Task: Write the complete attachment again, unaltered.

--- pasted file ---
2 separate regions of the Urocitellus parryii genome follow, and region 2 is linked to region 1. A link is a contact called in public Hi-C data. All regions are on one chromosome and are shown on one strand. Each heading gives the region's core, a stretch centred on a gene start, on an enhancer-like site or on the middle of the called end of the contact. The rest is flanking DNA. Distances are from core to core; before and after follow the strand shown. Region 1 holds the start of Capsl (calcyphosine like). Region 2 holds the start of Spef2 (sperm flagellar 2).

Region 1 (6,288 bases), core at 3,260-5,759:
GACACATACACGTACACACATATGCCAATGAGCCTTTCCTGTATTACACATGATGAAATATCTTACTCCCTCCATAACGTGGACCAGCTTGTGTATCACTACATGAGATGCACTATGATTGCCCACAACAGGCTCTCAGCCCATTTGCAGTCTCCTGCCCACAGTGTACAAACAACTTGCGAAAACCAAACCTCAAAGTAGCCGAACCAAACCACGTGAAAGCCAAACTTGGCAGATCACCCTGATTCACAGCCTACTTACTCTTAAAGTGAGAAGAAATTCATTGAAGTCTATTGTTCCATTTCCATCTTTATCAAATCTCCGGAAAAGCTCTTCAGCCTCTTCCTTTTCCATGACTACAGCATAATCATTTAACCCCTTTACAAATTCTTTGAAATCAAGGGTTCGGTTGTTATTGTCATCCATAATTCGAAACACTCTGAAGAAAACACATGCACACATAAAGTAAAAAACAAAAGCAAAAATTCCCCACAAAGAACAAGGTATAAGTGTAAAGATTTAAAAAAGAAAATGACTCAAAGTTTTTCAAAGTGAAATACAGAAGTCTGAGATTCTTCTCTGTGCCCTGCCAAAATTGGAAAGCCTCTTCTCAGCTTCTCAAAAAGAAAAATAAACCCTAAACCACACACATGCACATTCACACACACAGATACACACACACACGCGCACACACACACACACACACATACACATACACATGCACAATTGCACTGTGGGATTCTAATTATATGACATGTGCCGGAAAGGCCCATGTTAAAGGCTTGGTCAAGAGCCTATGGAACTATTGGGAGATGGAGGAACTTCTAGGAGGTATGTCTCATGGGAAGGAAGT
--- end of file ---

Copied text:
2 separate regions of the Urocitellus parryii genome follow, and region 2 is linked to region 1. A link is a contact called in public Hi-C data. All regions are on one chromosome and are shown on one strand. Each heading gives the region's core, a stretch centred on a gene start, on an enhancer-like site or on the middle of the called end of the contact. The rest is flanking DNA. Distances are from core to core; before and after follow the strand shown. Region 1 holds the start of Capsl (calcyphosine like). Region 2 holds the start of Spef2 (sperm flagellar 2).

Region 1 (6,288 bases), core at 3,260-5,759:
GACACATACACGTACACACATATGCCAATGAGCCTTTCCTGTATTACACATGATGAAATATCTTACTCCCTCCATAACGTGGACCAGCTTGTGTATCACTACATGAGATGCACTATGATTGCCCACAACAGGCTCTCAGCCCATTTGCAGTCTCCTGCCCACAGTGTACAAACAACTTGCGAAAACCAAACCTCAAAGTAGCCGAACCAAACCACGTGAAAGCCAAACTTGGCAGATCACCCTGATTCACAGCCTACTTACTCTTAAAGTGAGAAGAAATTCATTGAAGTCTATTGTTCCATTTCCATCTTTATCAAATCTCCGGAAAAGCTCTTCAGCCTCTTCCTTTTCCATGACTACAGCATAATCATTTAACCCCTTTACAAATTCTTTGAAATCAAGGGTTCGGTTGTTATTGTCATCCATAATTCGAAACACTCTGAAGAAAACACATGCACACATAAAGTAAAAAACAAAAGCAAAAATTCCCCACAAAGAACAAGGTATAAGTGTAAAGATTTAAAAAAGAAAATGACTCAAAGTTTTTCAAAGTGAAATACAGAAGTCTGAGATTCTTCTCTGTGCCCTGCCAAAATTGGAAAGCCTCTTCTCAGCTTCTCAAAAAGAAAAATAAACCCTAAACCACACACATGCACATTCACACACACAGATACACACACACACGCGCACACACACACACACACACATACACATACACATGCACAATTGCACTGTGGGATTCTAATTATATGACATGTGCCGGAAAGGCCCATGTTAAAGGCTTGGTCAAGAGCCTATGGAACTATTGGGAGATGGAGGAACTTCTAGGAGGTATGTCTCATGGGAAGGAAGT